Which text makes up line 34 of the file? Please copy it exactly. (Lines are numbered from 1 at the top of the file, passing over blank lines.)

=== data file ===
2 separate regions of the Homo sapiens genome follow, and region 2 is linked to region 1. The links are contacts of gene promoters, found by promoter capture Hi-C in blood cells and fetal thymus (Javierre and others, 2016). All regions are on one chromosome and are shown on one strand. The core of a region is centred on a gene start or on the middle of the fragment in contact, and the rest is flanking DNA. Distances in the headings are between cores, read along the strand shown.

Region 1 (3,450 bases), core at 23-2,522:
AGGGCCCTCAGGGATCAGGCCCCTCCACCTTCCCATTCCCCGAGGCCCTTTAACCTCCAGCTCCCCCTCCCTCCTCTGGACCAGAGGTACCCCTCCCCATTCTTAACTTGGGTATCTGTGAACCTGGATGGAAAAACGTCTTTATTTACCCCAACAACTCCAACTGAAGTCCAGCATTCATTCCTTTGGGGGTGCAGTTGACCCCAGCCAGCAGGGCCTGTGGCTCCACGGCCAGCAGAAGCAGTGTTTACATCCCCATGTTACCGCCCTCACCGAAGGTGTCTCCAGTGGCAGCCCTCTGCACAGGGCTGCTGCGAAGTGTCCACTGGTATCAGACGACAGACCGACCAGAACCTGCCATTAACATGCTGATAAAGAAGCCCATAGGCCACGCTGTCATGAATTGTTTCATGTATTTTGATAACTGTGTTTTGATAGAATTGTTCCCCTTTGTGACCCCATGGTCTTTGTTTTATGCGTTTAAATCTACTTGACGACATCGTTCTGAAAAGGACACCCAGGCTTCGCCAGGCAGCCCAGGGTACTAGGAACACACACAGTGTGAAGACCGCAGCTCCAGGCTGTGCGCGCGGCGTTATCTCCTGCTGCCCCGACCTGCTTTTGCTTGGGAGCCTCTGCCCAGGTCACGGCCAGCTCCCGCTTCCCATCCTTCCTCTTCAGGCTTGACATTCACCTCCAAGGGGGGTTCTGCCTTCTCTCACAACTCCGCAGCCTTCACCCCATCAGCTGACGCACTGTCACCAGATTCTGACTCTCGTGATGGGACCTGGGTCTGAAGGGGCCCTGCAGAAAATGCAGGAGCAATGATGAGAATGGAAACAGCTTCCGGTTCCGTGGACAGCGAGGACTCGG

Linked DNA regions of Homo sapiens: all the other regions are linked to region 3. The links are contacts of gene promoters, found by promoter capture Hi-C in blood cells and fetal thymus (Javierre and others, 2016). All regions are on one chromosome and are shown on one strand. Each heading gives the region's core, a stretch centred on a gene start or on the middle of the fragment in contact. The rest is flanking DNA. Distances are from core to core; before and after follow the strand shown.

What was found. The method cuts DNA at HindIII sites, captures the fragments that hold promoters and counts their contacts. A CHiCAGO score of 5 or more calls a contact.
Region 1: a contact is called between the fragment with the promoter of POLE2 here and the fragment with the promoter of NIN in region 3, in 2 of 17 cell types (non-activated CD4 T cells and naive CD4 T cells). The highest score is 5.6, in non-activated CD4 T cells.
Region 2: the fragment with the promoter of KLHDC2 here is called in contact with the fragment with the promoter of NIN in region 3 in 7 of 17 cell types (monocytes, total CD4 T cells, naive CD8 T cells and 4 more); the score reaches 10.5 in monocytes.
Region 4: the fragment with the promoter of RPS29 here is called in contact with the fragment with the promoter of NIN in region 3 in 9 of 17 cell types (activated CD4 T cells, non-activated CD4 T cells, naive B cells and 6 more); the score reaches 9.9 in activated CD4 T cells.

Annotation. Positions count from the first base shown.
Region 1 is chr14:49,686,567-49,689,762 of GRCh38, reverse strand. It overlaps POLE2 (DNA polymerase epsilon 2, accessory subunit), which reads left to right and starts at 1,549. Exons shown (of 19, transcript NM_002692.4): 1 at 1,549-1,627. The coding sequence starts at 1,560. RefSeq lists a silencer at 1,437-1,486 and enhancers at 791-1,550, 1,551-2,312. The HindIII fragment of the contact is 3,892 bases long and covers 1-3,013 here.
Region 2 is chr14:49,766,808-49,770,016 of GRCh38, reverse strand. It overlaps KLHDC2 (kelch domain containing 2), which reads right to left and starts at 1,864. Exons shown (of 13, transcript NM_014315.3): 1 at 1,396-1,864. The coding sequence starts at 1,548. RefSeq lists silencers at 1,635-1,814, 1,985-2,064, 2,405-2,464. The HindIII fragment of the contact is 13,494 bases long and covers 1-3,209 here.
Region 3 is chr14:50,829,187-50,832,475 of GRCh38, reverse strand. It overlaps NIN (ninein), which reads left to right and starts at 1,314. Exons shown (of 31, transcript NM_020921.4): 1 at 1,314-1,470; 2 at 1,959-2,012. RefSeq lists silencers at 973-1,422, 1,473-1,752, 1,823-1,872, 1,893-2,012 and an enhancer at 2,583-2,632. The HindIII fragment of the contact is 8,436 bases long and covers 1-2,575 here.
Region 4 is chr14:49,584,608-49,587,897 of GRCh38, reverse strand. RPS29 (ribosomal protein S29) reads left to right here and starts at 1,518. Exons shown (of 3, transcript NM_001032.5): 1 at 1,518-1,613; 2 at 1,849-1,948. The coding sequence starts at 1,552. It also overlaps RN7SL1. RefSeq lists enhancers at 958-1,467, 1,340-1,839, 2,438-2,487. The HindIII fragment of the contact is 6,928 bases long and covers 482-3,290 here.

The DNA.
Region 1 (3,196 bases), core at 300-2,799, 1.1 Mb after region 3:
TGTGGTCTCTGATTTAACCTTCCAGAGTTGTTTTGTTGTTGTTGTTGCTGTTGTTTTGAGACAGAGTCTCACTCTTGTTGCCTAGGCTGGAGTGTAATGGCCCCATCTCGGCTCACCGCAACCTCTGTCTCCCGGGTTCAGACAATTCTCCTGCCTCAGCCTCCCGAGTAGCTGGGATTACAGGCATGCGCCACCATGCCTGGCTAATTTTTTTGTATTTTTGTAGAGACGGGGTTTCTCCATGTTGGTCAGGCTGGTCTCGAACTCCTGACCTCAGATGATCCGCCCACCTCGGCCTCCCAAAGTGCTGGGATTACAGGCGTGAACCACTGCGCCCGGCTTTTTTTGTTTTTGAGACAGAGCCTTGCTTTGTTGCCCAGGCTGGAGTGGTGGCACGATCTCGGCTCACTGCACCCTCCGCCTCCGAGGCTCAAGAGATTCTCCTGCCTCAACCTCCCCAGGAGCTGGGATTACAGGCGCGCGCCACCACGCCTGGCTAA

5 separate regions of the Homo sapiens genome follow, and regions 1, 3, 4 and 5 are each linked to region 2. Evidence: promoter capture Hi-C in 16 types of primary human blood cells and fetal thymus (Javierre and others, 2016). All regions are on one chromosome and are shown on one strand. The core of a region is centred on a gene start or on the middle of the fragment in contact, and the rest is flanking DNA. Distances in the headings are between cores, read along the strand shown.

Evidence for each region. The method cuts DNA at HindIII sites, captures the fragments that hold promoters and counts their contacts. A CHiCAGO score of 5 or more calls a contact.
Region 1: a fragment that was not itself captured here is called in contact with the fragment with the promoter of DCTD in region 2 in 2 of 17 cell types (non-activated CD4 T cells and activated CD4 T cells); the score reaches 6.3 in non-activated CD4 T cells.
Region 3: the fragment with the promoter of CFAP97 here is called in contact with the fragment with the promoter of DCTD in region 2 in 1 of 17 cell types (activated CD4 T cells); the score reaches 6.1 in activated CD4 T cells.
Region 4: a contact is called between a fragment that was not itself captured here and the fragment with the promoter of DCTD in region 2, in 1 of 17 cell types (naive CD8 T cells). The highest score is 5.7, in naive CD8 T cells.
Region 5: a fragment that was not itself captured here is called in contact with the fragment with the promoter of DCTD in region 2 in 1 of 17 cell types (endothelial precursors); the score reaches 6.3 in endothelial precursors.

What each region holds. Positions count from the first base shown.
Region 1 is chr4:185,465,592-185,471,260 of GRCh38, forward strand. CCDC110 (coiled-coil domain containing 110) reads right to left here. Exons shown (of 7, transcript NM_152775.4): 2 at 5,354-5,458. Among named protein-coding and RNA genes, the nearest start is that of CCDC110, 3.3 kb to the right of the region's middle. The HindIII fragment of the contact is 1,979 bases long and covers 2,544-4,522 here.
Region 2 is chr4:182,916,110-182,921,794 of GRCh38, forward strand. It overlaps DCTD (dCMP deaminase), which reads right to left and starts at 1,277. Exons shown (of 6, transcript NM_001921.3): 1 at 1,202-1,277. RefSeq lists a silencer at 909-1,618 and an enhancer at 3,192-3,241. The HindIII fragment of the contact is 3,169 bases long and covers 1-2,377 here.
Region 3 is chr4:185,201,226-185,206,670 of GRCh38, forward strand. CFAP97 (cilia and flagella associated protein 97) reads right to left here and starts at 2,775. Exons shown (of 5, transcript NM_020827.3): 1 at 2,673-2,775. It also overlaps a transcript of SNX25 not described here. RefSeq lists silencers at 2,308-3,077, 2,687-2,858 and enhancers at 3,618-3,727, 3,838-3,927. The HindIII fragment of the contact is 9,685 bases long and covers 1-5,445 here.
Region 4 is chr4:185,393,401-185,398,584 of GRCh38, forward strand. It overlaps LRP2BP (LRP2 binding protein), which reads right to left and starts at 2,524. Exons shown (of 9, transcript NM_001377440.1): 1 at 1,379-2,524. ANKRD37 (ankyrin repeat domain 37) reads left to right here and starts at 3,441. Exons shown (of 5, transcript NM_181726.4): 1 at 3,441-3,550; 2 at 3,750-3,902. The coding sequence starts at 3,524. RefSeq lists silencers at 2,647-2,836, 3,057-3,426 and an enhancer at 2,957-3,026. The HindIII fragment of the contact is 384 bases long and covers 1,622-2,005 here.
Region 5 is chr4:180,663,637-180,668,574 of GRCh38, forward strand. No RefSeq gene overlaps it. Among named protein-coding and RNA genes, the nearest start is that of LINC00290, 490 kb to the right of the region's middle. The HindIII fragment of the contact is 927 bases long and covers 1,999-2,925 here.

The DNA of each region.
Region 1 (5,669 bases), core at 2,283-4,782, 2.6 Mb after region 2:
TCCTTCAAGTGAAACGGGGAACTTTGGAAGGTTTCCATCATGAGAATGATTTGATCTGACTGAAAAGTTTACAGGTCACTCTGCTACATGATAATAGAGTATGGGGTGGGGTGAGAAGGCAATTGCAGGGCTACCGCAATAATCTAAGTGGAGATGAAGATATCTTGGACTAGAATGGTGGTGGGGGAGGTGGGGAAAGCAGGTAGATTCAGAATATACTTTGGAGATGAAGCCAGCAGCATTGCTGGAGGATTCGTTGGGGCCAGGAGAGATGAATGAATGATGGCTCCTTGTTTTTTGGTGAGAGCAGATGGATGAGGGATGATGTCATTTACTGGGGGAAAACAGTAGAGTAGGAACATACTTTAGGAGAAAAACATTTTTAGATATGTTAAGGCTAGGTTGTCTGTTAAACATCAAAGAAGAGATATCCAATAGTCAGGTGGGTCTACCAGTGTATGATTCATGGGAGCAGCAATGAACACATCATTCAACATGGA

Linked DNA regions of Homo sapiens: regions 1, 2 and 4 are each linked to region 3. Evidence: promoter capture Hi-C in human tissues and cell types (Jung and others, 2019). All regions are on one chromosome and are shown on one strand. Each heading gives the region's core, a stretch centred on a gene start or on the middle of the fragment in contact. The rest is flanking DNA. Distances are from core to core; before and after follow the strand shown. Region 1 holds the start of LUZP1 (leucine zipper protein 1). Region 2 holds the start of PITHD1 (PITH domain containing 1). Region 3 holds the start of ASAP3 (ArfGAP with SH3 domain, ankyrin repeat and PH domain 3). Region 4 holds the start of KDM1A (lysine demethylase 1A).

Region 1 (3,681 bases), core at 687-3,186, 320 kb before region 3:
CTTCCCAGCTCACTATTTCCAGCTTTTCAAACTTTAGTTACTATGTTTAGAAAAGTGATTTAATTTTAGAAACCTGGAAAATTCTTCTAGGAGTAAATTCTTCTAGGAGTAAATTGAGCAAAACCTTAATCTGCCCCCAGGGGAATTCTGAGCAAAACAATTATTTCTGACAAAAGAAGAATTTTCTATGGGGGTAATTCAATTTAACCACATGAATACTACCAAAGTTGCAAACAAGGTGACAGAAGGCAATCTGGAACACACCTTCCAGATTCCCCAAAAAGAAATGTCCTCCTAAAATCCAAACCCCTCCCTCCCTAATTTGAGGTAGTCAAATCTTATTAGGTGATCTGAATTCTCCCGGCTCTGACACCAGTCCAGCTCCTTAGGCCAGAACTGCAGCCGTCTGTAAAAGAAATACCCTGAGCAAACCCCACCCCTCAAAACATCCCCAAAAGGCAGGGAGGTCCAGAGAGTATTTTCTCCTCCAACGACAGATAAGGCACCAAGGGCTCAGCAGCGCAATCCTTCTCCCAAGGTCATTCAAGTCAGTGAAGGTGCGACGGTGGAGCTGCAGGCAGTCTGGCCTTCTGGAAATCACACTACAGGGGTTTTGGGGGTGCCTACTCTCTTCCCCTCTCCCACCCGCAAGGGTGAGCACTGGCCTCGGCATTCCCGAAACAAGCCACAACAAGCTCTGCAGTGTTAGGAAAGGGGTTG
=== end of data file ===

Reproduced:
CTTCCCAGCTCACTATTTCCAGCTTTTCAAACTTTAGTTACTATGTTTAGAAAAGTGATTTAATTTTAGAAACCTGGAAAATTCTTCTAGGAGTAAATTCTTCTAGGAGTAAATTGAGCAAAACCTTAATCTGCCCCCAGGGGAATTCTGAGCAAAACAATTATTTCTGACAAAAGAAGAATTTTCTATGGGGGTAATTCAATTTAACCACATGAATACTACCAAAGTTGCAAACAAGGTGACAGAAGGCAATCTGGAACACACCTTCCAGATTCCCCAAAAAGAAATGTCCTCCTAAAATCCAAACCCCTCCCTCCCTAATTTGAGGTAGTCAAATCTTATTAGGTGATCTGAATTCTCCCGGCTCTGACACCAGTCCAGCTCCTTAGGCCAGAACTGCAGCCGTCTGTAAAAGAAATACCCTGAGCAAACCCCACCCCTCAAAACATCCCCAAAAGGCAGGGAGGTCCAGAGAGTATTTTCTCCTCCAACGACAGATAAGGCACCAAGGGCTCAGCAGCGCAATCCTTCTCCCAAGGTCATTCAAGTCAGTGAAGGTGCGACGGTGGAGCTGCAGGCAGTCTGGCCTTCTGGAAATCACACTACAGGGGTTTTGGGGGTGCCTACTCTCTTCCCCTCTCCCACCCGCAAGGGTGAGCACTGGCCTCGGCATTCCCGAAACAAGCCACAACAAGCTCTGCAGTGTTAGGAAAGGGGTTG